Dr. William Powderly, a professor of medicine at Washington University School of Medicine and director of the school's Division of Infectious Diseases, said masks are needed in the St. Louis region because not enough people have been vaccinated and a lot of virus is circulating in the community.
The delta variant of the coronavirus, which accounts for most cases in the Midwest, is estimated to be about twice as contagious as the first variants that circulated in the U.S.
"The fundamental answer to this, to get us out of this mess, is to get everybody vaccinated," Powderly said. But, he added, "when you have that many people who are not being vaccinated and you have rampant spread of a virus ... what else can we do?"
In St. Louis County, which has one of the higher vaccination rates in the state, 52% of the population has received at least one dose, according to state data. In the city of St. Louis, the first-dose rate is 42% — the same level as southwest Missouri's Greene County, home to Springfield.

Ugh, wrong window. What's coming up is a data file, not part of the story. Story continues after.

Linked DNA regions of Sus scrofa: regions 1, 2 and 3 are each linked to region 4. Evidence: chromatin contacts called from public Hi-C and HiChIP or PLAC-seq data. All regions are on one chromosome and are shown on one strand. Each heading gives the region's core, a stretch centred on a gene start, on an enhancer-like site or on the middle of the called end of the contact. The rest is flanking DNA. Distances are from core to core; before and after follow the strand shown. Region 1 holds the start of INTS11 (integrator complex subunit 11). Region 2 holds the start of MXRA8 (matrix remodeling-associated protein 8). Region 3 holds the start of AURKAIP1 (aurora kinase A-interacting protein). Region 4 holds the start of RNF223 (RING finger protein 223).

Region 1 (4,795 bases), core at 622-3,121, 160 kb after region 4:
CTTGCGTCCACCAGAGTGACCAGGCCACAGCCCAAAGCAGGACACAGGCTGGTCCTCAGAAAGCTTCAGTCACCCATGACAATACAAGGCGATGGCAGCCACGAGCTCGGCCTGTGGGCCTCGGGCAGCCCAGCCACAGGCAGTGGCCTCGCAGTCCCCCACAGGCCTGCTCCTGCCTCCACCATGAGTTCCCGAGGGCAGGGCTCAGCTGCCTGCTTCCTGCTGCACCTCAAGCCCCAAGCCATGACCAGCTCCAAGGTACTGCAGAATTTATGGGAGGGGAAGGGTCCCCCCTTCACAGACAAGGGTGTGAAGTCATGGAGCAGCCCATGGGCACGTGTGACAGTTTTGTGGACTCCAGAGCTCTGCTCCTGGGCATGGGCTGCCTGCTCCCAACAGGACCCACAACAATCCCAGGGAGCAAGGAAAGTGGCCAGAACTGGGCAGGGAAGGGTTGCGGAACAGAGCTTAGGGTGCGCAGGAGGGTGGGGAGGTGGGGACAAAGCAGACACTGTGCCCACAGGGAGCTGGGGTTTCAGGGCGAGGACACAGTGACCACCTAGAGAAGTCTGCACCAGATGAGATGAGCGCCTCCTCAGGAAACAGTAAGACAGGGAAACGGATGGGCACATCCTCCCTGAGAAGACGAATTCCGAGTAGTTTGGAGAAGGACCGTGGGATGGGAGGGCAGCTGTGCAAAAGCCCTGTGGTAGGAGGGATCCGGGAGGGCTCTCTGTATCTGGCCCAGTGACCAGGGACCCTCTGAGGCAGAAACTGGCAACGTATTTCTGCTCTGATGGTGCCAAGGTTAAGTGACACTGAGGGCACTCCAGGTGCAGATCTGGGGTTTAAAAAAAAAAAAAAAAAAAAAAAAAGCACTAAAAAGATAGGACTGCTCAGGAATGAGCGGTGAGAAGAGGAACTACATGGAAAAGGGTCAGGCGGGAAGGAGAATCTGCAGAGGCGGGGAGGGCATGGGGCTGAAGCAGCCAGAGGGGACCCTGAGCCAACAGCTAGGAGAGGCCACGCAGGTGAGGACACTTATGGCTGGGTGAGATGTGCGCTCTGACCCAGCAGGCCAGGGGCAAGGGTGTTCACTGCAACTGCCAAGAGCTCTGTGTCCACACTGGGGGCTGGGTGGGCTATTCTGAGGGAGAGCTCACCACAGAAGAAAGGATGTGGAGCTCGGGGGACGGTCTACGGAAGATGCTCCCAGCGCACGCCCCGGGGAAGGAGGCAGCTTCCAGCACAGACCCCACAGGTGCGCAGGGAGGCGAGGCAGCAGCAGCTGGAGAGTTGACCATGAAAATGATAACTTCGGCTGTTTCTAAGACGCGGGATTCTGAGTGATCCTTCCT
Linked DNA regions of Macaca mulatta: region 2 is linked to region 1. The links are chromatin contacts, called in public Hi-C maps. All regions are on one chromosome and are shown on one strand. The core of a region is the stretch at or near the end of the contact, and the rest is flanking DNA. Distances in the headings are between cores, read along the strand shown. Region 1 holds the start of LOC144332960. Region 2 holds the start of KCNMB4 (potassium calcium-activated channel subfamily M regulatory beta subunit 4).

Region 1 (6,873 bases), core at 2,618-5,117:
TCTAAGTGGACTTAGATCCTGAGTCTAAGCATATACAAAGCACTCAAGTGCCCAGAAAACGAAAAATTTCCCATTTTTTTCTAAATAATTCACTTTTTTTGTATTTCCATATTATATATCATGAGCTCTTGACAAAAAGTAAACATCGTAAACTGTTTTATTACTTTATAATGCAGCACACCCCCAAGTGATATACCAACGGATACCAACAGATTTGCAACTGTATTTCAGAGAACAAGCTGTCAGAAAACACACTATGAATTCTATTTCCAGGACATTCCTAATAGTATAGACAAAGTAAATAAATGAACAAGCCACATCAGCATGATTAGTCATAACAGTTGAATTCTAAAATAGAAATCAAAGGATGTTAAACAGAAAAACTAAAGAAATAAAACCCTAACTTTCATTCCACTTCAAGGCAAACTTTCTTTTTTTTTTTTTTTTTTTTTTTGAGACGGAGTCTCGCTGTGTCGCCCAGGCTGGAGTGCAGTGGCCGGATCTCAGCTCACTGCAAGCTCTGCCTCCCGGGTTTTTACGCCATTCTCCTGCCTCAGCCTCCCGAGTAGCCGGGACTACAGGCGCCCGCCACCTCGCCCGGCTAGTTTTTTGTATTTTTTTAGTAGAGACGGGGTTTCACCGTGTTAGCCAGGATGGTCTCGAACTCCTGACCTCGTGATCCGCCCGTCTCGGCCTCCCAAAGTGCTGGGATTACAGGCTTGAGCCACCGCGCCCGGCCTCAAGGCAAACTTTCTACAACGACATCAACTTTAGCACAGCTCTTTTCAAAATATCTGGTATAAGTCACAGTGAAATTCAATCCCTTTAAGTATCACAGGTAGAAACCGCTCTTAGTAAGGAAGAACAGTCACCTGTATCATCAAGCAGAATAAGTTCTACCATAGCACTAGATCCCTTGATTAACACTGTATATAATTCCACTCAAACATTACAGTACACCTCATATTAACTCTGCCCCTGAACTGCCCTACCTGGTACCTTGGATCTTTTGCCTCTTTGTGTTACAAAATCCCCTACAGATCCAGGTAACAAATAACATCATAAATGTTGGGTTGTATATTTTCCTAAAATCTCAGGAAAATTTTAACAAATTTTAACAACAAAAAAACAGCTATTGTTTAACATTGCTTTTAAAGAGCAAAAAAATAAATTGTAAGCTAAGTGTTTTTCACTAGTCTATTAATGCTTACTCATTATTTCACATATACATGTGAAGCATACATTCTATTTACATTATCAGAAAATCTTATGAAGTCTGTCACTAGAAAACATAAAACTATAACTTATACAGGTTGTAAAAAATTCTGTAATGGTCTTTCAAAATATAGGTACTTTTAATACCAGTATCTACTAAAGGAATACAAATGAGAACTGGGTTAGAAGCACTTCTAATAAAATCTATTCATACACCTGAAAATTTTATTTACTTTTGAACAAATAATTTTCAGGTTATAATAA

With 48% of the statewide population having at least one dose, Missouri lags behind the national rate of 57%, according to the CDC.
Dr. Steven Lawrence, a Washington University infectious disease specialist at Barnes-Jewish Hospital, said he understands people's frustration with masks, but the current levels of vaccination are not enough to keep the region's case rates from climbing. Mask mandates, he said, are less disruptive than social distancing requirements, or lockdowns.
"This is a surge," Lawrence said. "We are at a point where we need to act."
(Joel Currier of the Post-Dispatch contributed to this report.)
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